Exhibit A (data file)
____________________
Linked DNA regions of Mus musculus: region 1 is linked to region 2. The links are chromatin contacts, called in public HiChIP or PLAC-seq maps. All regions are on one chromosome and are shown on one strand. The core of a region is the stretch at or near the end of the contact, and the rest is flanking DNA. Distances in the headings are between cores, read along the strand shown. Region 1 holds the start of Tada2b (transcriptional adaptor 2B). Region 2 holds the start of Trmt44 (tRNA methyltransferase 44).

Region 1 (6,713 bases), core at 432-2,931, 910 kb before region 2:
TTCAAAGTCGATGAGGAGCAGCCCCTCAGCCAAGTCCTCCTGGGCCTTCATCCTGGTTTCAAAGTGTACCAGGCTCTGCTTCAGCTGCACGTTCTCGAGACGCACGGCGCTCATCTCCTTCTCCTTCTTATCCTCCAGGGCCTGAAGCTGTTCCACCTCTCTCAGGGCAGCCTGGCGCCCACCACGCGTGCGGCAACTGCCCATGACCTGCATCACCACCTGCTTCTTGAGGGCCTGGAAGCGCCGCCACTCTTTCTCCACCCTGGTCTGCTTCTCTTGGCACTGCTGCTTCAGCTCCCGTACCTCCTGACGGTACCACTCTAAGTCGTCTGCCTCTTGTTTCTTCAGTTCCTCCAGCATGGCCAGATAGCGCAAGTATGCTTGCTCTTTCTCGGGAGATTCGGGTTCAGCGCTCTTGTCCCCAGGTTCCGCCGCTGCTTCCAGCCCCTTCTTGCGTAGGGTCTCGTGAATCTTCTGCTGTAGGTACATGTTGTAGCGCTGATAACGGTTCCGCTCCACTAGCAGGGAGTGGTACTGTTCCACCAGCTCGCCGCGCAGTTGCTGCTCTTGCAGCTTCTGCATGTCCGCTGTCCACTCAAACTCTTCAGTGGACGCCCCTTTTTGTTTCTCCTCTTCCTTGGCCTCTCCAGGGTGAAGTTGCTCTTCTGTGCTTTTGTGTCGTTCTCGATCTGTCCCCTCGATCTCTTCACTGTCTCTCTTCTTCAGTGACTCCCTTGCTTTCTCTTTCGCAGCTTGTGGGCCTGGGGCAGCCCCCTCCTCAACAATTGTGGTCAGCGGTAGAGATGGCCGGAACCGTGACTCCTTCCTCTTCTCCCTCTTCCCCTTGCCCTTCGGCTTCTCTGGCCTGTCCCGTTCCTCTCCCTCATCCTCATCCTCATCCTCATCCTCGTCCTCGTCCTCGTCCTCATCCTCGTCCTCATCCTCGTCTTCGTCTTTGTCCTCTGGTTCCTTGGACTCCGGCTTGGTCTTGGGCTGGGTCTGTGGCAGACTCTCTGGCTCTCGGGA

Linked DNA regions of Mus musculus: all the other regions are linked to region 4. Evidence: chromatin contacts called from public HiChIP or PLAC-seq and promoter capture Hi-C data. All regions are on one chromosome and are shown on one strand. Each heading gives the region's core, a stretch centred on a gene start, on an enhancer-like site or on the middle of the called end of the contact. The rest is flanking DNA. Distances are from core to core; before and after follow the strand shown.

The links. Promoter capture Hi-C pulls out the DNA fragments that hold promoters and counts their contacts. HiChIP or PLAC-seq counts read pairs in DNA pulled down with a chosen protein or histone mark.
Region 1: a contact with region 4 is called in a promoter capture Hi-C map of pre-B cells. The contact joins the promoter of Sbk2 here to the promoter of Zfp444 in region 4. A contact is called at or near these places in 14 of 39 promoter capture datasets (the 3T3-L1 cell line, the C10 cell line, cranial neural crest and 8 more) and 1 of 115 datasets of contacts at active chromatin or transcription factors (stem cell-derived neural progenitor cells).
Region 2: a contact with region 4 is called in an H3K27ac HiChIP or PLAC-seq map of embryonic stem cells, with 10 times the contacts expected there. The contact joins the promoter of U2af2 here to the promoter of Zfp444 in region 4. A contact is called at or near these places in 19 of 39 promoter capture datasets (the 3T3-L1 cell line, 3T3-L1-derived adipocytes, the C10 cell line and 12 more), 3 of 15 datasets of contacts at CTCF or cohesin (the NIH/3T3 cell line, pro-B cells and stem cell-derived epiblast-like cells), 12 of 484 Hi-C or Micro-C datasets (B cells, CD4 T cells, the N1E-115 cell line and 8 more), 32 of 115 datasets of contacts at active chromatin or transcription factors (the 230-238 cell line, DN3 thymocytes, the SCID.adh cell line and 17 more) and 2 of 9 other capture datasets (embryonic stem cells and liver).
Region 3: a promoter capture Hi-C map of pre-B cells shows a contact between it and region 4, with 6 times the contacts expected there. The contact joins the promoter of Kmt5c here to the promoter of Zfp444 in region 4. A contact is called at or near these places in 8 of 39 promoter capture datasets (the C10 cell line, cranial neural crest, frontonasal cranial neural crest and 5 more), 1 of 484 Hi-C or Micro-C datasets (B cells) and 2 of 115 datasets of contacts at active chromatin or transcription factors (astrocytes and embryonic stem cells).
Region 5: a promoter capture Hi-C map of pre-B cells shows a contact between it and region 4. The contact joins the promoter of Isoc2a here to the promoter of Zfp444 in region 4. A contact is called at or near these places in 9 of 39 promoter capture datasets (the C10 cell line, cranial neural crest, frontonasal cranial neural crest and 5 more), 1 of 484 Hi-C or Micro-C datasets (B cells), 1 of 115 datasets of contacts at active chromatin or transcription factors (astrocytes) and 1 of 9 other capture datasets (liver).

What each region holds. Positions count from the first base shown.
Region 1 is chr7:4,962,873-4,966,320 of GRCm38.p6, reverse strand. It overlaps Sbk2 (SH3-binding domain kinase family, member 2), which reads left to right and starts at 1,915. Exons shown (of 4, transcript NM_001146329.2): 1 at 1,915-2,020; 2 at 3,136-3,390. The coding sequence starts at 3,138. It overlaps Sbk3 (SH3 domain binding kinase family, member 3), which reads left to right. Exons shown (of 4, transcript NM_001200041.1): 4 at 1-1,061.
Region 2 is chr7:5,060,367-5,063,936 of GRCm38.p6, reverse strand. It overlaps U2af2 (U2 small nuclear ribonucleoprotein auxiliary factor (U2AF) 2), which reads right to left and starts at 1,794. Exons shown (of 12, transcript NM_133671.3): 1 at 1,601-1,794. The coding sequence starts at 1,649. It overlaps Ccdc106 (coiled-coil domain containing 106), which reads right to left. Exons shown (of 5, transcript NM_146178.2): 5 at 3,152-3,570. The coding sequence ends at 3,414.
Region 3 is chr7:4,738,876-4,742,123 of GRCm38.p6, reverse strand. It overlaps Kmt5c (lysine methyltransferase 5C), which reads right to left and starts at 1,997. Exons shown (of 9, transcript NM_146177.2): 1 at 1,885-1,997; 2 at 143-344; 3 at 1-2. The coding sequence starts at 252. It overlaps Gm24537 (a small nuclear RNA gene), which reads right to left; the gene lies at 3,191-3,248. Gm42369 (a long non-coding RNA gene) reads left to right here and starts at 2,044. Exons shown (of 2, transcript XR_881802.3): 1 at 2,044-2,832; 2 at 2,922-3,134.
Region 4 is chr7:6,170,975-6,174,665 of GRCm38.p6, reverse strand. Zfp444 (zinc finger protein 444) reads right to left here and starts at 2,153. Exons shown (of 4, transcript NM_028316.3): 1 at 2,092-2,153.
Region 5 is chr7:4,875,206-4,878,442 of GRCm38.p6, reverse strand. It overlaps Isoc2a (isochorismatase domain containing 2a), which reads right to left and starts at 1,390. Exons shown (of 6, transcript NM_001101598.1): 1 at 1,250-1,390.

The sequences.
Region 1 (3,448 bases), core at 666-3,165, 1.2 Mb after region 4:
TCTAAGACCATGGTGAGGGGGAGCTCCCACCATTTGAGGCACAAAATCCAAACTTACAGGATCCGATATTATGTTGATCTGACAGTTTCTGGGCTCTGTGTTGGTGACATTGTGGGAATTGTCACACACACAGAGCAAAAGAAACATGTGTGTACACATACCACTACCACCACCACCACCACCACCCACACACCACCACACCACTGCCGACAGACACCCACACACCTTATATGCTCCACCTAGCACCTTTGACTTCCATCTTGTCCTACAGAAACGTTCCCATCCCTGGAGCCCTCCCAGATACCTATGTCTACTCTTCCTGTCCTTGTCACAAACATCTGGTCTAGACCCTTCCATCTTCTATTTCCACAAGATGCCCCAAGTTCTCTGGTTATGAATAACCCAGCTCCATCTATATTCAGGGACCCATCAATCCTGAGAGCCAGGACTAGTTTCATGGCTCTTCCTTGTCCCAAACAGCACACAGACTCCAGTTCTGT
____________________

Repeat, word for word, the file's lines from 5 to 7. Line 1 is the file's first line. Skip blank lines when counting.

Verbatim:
The links. Promoter capture Hi-C pulls out the DNA fragments that hold promoters and counts their contacts. HiChIP or PLAC-seq counts read pairs in DNA pulled down with a chosen protein or histone mark.
Region 1: a contact with region 4 is called in a promoter capture Hi-C map of pre-B cells. The contact joins the promoter of Sbk2 here to the promoter of Zfp444 in region 4. A contact is called at or near these places in 14 of 39 promoter capture datasets (the 3T3-L1 cell line, the C10 cell line, cranial neural crest and 8 more) and 1 of 115 datasets of contacts at active chromatin or transcription factors (stem cell-derived neural progenitor cells).
Region 2: a contact with region 4 is called in an H3K27ac HiChIP or PLAC-seq map of embryonic stem cells, with 10 times the contacts expected there. The contact joins the promoter of U2af2 here to the promoter of Zfp444 in region 4. A contact is called at or near these places in 19 of 39 promoter capture datasets (the 3T3-L1 cell line, 3T3-L1-derived adipocytes, the C10 cell line and 12 more), 3 of 15 datasets of contacts at CTCF or cohesin (the NIH/3T3 cell line, pro-B cells and stem cell-derived epiblast-like cells), 12 of 484 Hi-C or Micro-C datasets (B cells, CD4 T cells, the N1E-115 cell line and 8 more), 32 of 115 datasets of contacts at active chromatin or transcription factors (the 230-238 cell line, DN3 thymocytes, the SCID.adh cell line and 17 more) and 2 of 9 other capture datasets (embryonic stem cells and liver).